It’s time for my once-every-four-weeks piece in 3 Quarks Daily. This time it’s a bit of descriptive poetics, about Robert Frost’s “The Road Not Taken.” As Frost once wrote in a letter, his poems are “all set to trip the reader head foremost into the boundless” (I copped that line from Michael Andor Brodeur). This one certainly does.
Frost’s poems are like Dr. Who’s Tardis: It’s this innocent looking blue box around the corner, but when you enter Zoomm!! it’s off for a spin around the universe. If you you work it right, though, you return home, safe and revivified.
My post’s a nice piece of work, if I do say so myself. But also a bit embarrassing, as I seem to have described something in this much-analyzed known poem that other scholars have missed. That’s what I discuss next, going into my standard rant about the need for description of literary form. Then I conclude by pointing out that Frost employed a trick in this poem very much like one Coleridge used a century earlier in “Kubla Kahn” – now there’s a poetic Tardis if ever there was one!
The Road Literary Critics Don’t Travel
There’s nothing special about what I did with Frost’s poem. It’s pretty much straight-up formal description, with a bit of ever so slightly technical linguistics in it. By looking at a little tricky business with tense I show that this poem is – you guessed it – a ring-composition. Another one.
But who cares about such things? Well, some people do, but most literary critics do not. Because, for all that literary critics have nattered on about form, they’re not really interested in it. The discipline became mesmerized by hermeneutics in the middle of the last century and simply tossed poetics over the rail.
This is one of the best-known 20th century American poems. And yet it seems that none of its many critics have grasped this most fundamental aspect of the poem’s form, as though it just doesn’t matter. They’re not paying attention.
It’s rather like an arthropodologist who doesn’t know whether or not centipedes have exactly 100 legs and whether they typically have more legs than millipedes have. Yes, there’s lots of legs propelling those creatures over the face of the earth. Maybe even lots and lots. Exactly 100 or exactly 1000? More, less, a range? But you know I haven’t counted up to 100 since I was ten years old on the school fieldtrip counting all those bottles of beer on the wall. Boring!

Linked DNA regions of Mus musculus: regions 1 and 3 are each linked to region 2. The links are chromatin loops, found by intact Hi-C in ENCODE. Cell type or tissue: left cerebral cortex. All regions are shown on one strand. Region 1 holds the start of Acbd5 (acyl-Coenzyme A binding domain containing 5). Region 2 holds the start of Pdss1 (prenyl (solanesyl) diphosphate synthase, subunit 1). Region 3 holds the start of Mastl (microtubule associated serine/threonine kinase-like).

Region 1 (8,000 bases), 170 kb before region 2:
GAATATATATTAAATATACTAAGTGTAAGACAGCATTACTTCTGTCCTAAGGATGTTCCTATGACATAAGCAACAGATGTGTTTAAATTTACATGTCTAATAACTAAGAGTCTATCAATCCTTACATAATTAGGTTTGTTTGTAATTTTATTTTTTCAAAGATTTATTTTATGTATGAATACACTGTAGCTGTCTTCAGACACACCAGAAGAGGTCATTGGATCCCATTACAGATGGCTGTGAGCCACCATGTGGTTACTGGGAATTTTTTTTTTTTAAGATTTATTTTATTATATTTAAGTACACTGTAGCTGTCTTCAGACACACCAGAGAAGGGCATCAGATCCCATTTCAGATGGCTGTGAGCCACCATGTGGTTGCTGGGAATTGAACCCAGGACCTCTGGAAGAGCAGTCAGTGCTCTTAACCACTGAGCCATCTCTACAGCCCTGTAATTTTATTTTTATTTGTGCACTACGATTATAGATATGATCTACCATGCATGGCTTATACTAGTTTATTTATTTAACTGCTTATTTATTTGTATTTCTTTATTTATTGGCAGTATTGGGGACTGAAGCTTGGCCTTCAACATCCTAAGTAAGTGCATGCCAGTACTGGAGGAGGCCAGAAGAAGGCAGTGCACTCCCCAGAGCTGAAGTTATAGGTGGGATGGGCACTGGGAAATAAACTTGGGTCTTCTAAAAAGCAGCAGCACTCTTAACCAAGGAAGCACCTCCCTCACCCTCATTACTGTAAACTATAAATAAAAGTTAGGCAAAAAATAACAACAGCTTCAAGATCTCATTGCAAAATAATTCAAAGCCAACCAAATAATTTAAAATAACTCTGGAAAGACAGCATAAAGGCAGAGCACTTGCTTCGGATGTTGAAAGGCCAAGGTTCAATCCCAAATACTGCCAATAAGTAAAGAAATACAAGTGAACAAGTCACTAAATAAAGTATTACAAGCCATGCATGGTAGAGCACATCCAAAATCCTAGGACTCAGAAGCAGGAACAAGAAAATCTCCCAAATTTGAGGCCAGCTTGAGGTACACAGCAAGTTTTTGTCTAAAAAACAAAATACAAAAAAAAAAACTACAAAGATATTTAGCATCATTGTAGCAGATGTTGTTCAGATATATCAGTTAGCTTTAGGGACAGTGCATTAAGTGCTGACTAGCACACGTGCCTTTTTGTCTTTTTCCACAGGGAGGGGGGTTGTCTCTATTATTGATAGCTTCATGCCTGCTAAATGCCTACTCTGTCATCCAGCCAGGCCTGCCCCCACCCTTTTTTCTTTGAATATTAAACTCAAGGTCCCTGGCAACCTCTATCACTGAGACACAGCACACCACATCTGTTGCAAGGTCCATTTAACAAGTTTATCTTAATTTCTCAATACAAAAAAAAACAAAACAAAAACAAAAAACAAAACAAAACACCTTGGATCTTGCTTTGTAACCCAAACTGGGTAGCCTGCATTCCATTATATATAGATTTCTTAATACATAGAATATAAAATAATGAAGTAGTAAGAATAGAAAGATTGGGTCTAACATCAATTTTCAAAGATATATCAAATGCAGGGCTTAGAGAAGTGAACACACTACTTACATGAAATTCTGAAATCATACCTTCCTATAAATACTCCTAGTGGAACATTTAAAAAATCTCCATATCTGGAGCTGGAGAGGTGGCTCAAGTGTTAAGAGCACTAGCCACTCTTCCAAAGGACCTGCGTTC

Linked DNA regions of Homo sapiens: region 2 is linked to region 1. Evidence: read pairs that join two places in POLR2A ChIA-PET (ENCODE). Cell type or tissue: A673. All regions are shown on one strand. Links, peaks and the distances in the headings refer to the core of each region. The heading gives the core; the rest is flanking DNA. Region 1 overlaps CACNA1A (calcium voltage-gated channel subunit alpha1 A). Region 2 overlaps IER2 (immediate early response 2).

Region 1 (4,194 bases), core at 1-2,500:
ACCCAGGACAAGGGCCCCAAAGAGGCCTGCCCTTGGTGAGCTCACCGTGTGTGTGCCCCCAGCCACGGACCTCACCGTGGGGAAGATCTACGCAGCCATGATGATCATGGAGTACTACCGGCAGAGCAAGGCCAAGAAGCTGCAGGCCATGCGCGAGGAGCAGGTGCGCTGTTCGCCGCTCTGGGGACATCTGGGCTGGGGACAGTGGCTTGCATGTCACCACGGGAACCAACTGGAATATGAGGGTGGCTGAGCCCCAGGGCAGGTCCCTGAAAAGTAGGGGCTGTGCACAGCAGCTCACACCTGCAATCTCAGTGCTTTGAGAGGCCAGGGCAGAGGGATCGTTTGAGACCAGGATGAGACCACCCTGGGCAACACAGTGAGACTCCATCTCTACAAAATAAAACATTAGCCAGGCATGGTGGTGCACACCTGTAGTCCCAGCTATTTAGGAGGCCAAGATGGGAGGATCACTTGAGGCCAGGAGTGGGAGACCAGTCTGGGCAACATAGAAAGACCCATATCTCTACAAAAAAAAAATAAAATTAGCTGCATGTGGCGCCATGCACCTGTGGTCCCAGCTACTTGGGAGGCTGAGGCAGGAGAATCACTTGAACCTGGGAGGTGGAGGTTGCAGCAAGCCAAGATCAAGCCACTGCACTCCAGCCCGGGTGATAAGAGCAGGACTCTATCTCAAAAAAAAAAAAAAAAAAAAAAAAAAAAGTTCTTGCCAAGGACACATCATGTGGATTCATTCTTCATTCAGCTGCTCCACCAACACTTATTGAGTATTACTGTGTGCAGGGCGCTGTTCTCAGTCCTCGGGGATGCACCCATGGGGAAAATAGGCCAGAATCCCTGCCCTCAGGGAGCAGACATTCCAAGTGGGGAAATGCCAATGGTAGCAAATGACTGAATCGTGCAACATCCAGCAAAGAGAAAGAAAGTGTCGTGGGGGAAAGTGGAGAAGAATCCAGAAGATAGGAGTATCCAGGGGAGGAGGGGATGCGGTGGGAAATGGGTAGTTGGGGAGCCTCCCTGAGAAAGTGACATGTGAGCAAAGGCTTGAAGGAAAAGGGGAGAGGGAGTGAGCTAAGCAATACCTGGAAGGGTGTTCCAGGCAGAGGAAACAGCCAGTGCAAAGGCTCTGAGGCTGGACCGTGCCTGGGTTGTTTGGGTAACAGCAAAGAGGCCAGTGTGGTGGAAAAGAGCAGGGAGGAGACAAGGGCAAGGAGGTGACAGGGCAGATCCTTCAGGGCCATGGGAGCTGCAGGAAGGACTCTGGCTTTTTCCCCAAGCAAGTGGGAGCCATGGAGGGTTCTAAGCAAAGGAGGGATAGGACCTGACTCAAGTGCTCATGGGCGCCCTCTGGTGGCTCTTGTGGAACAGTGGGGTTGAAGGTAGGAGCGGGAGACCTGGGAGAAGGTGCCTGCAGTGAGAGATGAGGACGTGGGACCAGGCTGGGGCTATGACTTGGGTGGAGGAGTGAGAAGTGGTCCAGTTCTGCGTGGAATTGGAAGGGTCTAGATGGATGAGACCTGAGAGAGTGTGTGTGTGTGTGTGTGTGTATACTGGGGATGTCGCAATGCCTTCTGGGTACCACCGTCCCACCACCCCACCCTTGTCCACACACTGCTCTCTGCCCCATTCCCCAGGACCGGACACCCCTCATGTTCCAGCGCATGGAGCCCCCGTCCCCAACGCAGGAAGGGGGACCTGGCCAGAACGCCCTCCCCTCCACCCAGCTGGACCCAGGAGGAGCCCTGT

Counting the number of legs on an arthropod is not difficult. You do have to know how to count, and you have to be careful, as you don’t want to skip any or double-count any. It’s not rocket science. It’s not deep.
But it’s necessary. And it’s the foundation for the study of morphological variety. If you don’t have a grip on that, you’re never going to understand evolution. Without descriptive control over his materials, Darwin wouldn’t have been able to see the pattern that he explained by evolution.
What patterns are literary critics missing because they don’t want to or don’t know how to analyze and describe the forms of literary texts? We patterns are lost to human understanding, what knowledge, because the stewards of these texts don’t describe them?
A Parallel in “Kubla Khan”
Now let’s look at “Kubla Khan”. Here’s the last eighteen lines, the second of the poem’s two movements:
37 A damsel with a dulcimer 38 In a vision once I saw: 39 It was an Abyssinian maid, 40 And on her dulcimer she played, 41 Singing of Mount Abora. 42 Could I revive within me 43 Her symphony and song, 44 To such a deep delight ‘twould win me 45 That with music loud and long, 46 I would build that dome in air, 47 That sunny dome! those caves of ice! 48 And all who heard should see them there, 49 And all should cry, Beware! Beware! 50 His flashing eyes, his floating hair! 51 Weave a circle round him thrice, 52 And close your eyes with holy dread, 53 For he on honey dew hath fed 54 And drunk the milk of Paradise.
Lines 37-41 set things up. In line 42 the poet makes a conditional statement which, logically, reaches to the end of the poem: “Could I revive within me...” That is, if I could do this one thing, then certain things would follow: 1 (44), 2 (45), 3 (45-47), 4 (48), and 5 (49-54).
Look at lines 48 to the end:
48 And all who heard should seem them there, 49 And all should cry, Beware! Beware! 50 His flashing eyes, his floating hair! […]
Technically, everything after “should cry” in line 49 is quotation. It’s what those (purely hypothetical) people would cry once they’d seen the (purely hypothetical) dome in air.
Quoted words are generally indicated by the use of quotation marks. But there are no quotation marks setting off those last five and a half lines. Did Coleridge forget? Or did he not want quotation marks? If not, why not?
In “‘Kubla Khan’ and the Embodied Mind” I argue at some length, and with diagrams, that as the poetic voice moves from “all should cry” to “Beware! Beware!” it simply slips into the voices of the criers. Quotation marks aren’t necessary because it is the poetic voice that (now) inhabits those words. It’s not quoting anyone else. It’s doing the speaking.
The reference point with respect to which one could judge these lines to be quoted, that reference point has been lost, forgotten, tossed aside. Why? Because that’s what poet’s do.
Well, Frost does something like that in “The Road Not Taken”. His poetic voice doesn’t move from one person to another. Rather, it moves from one manifestation of itself back to an older manifestation, and then returns.